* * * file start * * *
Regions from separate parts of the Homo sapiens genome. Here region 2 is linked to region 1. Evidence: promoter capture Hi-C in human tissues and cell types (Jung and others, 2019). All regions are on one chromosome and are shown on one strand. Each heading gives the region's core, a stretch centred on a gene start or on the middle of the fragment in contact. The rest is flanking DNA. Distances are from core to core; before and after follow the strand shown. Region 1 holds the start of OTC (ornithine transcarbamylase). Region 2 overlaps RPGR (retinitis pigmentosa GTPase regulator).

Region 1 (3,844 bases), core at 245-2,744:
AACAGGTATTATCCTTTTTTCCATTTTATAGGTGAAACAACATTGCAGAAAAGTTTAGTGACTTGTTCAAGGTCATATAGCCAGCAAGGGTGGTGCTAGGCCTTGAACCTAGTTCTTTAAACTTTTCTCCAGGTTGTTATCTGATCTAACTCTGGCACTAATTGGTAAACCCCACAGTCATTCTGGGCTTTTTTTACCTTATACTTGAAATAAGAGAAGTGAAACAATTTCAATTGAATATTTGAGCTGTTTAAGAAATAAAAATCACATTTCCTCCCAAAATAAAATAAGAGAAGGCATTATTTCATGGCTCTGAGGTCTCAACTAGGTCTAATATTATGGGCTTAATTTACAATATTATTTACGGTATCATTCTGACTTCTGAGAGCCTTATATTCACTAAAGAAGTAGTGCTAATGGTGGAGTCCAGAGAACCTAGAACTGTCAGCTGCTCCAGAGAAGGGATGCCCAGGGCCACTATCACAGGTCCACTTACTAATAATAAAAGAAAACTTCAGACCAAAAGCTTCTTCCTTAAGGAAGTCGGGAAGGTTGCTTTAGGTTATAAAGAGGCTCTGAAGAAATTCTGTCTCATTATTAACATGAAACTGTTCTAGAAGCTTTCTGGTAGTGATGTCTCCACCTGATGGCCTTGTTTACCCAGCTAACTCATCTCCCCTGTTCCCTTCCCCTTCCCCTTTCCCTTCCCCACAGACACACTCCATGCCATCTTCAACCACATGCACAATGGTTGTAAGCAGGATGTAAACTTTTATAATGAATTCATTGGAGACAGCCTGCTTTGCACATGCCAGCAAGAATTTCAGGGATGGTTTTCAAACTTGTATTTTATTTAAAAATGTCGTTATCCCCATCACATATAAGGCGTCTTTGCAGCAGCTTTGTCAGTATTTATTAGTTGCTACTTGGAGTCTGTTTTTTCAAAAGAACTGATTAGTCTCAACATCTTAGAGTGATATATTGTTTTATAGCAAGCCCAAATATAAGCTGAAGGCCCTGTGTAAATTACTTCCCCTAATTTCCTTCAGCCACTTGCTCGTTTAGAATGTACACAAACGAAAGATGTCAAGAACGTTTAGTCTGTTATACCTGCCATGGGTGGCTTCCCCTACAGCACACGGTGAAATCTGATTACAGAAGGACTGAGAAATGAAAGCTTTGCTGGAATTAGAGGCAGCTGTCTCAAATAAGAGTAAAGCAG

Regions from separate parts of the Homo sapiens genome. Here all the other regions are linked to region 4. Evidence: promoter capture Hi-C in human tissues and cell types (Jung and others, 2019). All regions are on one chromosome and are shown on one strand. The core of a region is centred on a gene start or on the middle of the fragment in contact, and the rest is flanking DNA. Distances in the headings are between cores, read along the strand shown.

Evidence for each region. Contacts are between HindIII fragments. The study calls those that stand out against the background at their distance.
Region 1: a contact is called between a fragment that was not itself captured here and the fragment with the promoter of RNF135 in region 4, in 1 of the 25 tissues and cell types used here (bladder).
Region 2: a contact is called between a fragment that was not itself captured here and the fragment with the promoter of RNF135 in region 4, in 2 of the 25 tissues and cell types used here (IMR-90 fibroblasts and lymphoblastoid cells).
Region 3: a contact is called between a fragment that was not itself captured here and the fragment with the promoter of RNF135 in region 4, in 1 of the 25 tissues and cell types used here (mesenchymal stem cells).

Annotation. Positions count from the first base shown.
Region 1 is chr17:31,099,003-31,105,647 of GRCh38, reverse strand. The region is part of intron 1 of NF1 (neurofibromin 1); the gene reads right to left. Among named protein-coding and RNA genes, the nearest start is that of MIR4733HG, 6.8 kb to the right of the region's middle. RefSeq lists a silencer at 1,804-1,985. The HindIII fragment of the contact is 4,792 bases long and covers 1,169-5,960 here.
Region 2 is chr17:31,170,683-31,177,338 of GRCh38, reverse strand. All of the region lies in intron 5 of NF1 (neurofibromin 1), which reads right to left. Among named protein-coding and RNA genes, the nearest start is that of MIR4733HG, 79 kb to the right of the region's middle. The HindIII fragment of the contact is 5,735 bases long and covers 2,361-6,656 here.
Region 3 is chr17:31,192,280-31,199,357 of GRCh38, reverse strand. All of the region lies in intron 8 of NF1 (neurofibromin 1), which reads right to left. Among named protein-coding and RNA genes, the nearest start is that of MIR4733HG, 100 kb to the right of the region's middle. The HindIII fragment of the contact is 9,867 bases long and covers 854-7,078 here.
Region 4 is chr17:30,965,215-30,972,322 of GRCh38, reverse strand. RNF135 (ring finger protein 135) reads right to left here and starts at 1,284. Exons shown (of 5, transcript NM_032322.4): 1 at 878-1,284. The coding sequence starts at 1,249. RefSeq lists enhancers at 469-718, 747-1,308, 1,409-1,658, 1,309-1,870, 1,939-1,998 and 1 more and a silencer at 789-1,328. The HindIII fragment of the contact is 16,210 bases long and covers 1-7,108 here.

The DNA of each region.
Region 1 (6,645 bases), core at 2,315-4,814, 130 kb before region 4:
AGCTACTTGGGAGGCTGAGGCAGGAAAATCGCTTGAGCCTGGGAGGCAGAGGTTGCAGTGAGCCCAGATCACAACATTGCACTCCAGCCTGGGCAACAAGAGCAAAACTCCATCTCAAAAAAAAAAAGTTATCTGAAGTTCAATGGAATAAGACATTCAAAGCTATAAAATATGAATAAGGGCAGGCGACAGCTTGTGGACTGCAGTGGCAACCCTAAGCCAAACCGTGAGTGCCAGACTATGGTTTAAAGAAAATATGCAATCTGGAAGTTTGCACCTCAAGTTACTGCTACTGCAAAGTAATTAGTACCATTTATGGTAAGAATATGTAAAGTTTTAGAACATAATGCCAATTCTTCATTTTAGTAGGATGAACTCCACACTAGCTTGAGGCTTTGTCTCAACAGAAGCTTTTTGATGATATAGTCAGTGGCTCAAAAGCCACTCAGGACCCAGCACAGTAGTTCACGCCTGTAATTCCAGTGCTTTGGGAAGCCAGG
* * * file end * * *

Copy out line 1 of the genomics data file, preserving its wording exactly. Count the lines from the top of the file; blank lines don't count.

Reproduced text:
Regions from separate parts of the Homo sapiens genome. Here region 2 is linked to region 1. Evidence: promoter capture Hi-C in human tissues and cell types (Jung and others, 2019). All regions are on one chromosome and are shown on one strand. Each heading gives the region's core, a stretch centred on a gene start or on the middle of the fragment in contact. The rest is flanking DNA. Distances are from core to core; before and after follow the strand shown. Region 1 holds the start of OTC (ornithine transcarbamylase). Region 2 overlaps RPGR (retinitis pigmentosa GTPase regulator).